|Marcia:||They’re identical. It is… this is my home. This is a four bedroom house with three bathrooms. They live here with me. My staff is here today. She comes in at seven. She takes care of them. I have a weekend staff. I operate it just the way an assisted living does. For licensing standpoint, the only difference, is that I must live with my clients.|
|Marcia:||Whereas in the AlF, in a private home, you are not required to live with your clients. That is the biggest difference. In terms of the kinds of clients you serve, we pretty much can do the same kinds of clients. It’s a standard license. There are just certain things you cannot do. Like if it’s a bedbound individual, someone that’s high acuity, that’s not something either one can do. If that makes.|
|Radon:||Yep, absolutely. So, now you gave us the background here as to how you got into this. And I just want to kind of… and we’ll come back probably and have a big round conversation here, but now you’ve got this Spill the Beans Institute. What is that really about? And what are you trying to accomplish with that?|
|Marcia:||So in keeping with the whole notion of preparing for retirement… so here I am, I’m 64 and don’t look it, but we’re getting to that place where we have to understand, are we ready for true retirement when it’s not cruises, when it’s a health issue involved. And so in keeping with that, I wanted caregivers to understand, you can start this business, in your home. You can care of your loved one in your home and get them some friends. Now you have a little more financial independence, a little bit more flexibility. You can grow your business. Once you have one facility, you can start another facility. So I started the training company to provide the soft skills development that they needed before they took on the regulatory test, because what I discovered is yes, I did it by taking the regulatory test, but everything I learned was not discovered in that class. It was learned in the trenches. And so that’s the purpose of the Spill the Beans, is to give caregivers out there an opportunity to keep their loved ones at home, but provide some financial stability for themselves.|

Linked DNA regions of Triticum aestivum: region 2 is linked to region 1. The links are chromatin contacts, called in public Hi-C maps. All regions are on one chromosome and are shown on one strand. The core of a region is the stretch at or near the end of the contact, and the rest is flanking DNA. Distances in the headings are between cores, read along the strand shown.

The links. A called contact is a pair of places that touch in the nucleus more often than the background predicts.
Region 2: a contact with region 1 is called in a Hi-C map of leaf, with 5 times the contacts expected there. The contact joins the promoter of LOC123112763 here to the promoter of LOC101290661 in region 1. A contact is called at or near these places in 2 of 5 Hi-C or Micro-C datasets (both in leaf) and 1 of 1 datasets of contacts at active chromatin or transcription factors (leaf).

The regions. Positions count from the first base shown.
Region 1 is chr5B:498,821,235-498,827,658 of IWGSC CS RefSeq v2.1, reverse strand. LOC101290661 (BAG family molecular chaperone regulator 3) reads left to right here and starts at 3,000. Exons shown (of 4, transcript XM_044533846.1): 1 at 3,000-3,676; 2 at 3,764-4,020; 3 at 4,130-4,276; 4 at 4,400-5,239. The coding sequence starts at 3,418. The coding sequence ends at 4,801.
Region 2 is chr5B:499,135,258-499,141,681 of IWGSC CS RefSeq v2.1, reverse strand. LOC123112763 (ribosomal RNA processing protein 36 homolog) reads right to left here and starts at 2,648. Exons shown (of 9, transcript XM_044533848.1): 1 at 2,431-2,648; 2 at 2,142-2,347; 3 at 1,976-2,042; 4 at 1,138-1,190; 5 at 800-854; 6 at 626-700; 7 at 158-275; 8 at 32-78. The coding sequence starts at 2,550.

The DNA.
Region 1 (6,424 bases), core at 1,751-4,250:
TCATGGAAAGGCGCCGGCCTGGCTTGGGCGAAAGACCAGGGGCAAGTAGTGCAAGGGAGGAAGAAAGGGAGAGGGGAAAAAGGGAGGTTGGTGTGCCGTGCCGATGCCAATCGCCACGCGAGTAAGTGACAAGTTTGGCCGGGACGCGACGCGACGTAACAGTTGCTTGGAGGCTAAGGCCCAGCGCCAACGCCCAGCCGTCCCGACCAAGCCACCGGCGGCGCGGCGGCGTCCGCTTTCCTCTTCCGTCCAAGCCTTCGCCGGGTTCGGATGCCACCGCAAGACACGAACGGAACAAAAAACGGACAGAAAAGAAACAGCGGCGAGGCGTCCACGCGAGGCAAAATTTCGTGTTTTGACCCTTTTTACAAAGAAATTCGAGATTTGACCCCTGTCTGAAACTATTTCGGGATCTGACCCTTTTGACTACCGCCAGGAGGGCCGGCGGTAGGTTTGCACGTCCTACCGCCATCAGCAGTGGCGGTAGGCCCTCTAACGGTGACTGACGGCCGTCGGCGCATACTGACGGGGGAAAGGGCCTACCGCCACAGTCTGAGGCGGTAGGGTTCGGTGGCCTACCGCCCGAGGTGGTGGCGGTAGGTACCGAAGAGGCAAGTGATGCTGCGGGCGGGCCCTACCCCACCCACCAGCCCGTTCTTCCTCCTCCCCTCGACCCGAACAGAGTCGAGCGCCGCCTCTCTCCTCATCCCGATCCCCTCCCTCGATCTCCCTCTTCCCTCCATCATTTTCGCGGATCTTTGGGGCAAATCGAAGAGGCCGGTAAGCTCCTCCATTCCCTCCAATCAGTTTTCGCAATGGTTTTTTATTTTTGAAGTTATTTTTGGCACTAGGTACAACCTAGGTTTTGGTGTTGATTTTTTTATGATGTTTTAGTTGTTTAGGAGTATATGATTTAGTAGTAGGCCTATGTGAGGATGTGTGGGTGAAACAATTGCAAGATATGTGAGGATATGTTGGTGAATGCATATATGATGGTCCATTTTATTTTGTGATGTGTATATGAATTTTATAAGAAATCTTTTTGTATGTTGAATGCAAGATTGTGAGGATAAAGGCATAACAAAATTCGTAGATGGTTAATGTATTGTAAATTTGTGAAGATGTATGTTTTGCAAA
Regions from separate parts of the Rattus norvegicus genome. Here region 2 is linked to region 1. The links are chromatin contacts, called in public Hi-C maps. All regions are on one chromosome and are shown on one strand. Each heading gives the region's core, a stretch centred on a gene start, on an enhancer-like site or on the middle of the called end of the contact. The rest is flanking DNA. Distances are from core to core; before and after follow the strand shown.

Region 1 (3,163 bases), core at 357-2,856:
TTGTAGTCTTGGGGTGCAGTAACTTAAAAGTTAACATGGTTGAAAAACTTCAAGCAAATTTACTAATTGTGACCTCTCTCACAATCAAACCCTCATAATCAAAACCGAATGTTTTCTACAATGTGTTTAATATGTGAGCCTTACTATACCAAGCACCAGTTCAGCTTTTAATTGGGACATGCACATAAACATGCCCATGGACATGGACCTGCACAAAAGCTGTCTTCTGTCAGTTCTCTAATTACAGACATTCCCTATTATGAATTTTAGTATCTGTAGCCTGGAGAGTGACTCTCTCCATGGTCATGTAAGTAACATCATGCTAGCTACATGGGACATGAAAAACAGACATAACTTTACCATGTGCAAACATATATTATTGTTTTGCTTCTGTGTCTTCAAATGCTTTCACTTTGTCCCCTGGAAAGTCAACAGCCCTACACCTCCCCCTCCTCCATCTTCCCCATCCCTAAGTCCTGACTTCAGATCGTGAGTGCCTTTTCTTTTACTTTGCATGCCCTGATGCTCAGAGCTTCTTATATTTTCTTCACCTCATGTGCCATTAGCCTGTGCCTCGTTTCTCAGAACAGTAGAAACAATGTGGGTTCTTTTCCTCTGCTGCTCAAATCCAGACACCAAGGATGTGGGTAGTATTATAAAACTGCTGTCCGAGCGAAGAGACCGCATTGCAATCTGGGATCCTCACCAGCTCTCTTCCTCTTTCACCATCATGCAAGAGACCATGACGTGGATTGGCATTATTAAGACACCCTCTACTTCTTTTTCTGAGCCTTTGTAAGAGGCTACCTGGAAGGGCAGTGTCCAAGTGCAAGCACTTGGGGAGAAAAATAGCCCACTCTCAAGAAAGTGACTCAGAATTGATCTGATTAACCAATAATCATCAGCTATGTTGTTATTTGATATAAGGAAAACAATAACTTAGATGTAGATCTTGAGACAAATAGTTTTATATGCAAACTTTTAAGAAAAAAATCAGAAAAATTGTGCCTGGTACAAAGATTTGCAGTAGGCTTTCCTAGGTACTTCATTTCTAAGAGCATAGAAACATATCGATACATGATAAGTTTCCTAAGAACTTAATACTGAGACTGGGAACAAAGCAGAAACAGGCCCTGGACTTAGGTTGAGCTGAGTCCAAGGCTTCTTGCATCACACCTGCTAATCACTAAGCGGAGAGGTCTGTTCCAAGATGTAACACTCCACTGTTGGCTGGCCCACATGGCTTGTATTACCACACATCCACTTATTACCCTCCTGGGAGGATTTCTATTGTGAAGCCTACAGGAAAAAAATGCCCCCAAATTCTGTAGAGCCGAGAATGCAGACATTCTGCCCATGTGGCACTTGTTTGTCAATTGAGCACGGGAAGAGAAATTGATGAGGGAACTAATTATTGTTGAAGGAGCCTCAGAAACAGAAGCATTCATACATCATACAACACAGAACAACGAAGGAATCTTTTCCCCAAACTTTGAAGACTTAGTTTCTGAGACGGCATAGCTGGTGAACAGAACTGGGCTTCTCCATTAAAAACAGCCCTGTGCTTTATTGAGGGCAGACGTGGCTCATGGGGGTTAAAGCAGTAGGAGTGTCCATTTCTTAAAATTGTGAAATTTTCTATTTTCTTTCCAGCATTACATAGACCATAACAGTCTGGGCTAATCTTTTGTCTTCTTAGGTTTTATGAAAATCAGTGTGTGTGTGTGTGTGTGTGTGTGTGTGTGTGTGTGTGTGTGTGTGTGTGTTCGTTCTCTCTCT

|Murs:||Got you. Yeah. And I agree. I think a lot of understanding any type of environment that you’re in, really comes from actually being in the environment… like you said, the trenches. And so being able to get a taste of it before you actually decide to go through all the regulatory… because we know the regulatory on that side is very strict and there’s a lot to it. So I think it makes a lot of sense. How long is your program, as far as from… is it online base? Is it in person? How long does it take to kind of get through your program?|
|Marcia:||It is, believe it or not, a two hour Spill the Beans. I tell you everything from soup to nuts. And I videotaped myself doing the entire curriculum. The hard part… the two hours is great. The conversation… you’re learning. The hard part is I’ve now given you a copy of my business plan. Now you got to go do the work. I’m giving you a copy of my financial projections. You’re seeing real numbers. This is how it looks like. Now you have to put the work in, do the research, but then you also have me as your mentor… someone that’s going to come alongside you and help walk you through the process because that makes a big deal. Nobody wanted to help me in the beginning. So I had to learn it on my own.|